Pitt upsets Miami: Hurricanes playoff case shows flaws

Miami was 10–0. It was playing its final game of the regular season at noon the day after Thanksgiving. Its opponent wasn’t good enough to qualify for a bowl game. The outcome wouldn’t necessarily put its biggest goals out of reach. Friday’s meeting between the No. 2 Hurricanes and Pittsburgh at Heinz Field had all the trappings of a trap game.

Miami did not survive it, instead suffering the outcome Panthers head coach Pat Narduzzi predicted in an interview played at halftime of the ABC broadcast. The Hurricanes fell to the Panthers, 24–14, for their first loss in 391 days. (Miami’s most recent defeat before Saturday came at Notre Dame on Oct. 29 of last season.)

Like last week’s home meeting against a different, inferior conference opponent (Virginia), the Hurricanes failed to seize control early on. They punted twice, managed only 108 yards to Pittsburgh’s 175, rushed 1.9 yards per attempt, converted two of six third downs and produced one scoring drive to go into halftime down 10–7.

Miami couldn’t get its offense going after the break. All four of the Hurricanes’ drives that began in the third quarter ended in punts, and the Panthers extended their lead to 17–7 with about two minutes left in the frame by delivering a nine-play, 65-yard drive, capped by a five-yard touchdown pass to running back Qadree Ollison.

With starting quarterback Malik Rosier having completed only 12 of his 30 pass attempts for 129 yards, Miami brought in redshirt sophomore backup Evan Shirreffs early in the fourth quarter. The Hurricanes went three-and-out on Shirreffs’s first series, and after gaining possession, Pitt capitalized on the chance to churn out a clock-eating drive.

By the time the Hurricanes saw the ball again, it was too late. Rosier re-entered to connect with senior Braxton Berrios on a pair of passes, the second of which went for a 39-yard touchdown, and Miami kept alive whatever faint possibility of a last-gasp win existed by recovering the ensuing onside kick. But a strip-sack of Rosier crushed the Hurricanes’ comeback bid.

The most concerning aspect of this loss was Miami’s utter inability to consistently move the ball. The Panthers entered Saturday ranked 83rd defensively, according to Football Outsiders S&P+ rankings, and they yielded 34 and 20 points in losses to North Carolina and Virginia Tech, respectively, the previous two weeks.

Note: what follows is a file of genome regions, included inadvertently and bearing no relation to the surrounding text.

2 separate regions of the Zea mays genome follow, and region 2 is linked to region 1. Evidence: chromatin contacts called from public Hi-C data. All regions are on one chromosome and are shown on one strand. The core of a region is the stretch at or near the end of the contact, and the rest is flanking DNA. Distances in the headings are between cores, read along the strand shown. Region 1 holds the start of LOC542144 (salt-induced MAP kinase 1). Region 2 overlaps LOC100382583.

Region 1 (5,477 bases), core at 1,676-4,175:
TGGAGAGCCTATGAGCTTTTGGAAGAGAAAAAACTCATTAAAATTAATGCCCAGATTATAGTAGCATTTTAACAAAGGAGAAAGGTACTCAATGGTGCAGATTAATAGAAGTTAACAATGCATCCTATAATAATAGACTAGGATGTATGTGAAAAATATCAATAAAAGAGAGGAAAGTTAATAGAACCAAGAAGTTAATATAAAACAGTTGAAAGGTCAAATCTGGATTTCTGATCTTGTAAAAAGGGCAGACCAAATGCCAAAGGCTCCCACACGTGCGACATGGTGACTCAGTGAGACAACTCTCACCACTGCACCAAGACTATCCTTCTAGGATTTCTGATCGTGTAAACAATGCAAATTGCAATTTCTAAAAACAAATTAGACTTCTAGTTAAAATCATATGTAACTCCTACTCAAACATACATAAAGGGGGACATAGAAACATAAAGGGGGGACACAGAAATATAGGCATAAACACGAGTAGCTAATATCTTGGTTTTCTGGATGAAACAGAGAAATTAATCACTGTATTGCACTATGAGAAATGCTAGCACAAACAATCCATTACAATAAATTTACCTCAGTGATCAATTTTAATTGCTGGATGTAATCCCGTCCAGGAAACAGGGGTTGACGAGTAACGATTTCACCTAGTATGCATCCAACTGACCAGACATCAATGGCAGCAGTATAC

Rosier played arguably his worst game of the season, and Miami couldn’t offset its ineffectiveness through the air on the ground: The Hurricanes totaled only 45 rushing yards. They repeatedly went nowhere against a subpar defense on Friday; it’s alarming to consider Miami trying to mount drives against Clemson’s D in the ACC championship game next weekend in Charlotte.

Miami’s College Football Playoff to-do list remains the same as it was before Saturday. It needs to topple the No. 3 Tigers, which plays at rival South Carolina on Saturday, in the league title bout on Dec. 2. There’s still a lot left to be sorted out in the chase for national semifinal berths, but that conference’s champion should be a lock.

Friday’s loss did not eliminate the Hurricanes from consideration for the playoff, but it does raise the stakes for the conference championship bout. There is no room in the final four for a two-loss team that does not win its conference. If the Hurricanes fall to Clemson, they almost definitely are not getting in, irrespective of how the Tigers fare in Columbia tomorrow.

Miami has proven it can beat quality foes: It smashed then-No. 3 Notre Dame and then-No. 13 Virginia Tech earlier in November. At their best, the Hurricanes can hang with the reigning national champions, too. It’s more likely that Saturday’s loss was an ill-timed manifestation of their penchant for playing down to competition than an accurate reflection of their ability.

Maybe the urgency of the occasion will move Miami to summon its A-Game against the Tigers. It will need it to stay in contention for a place in the playoff.

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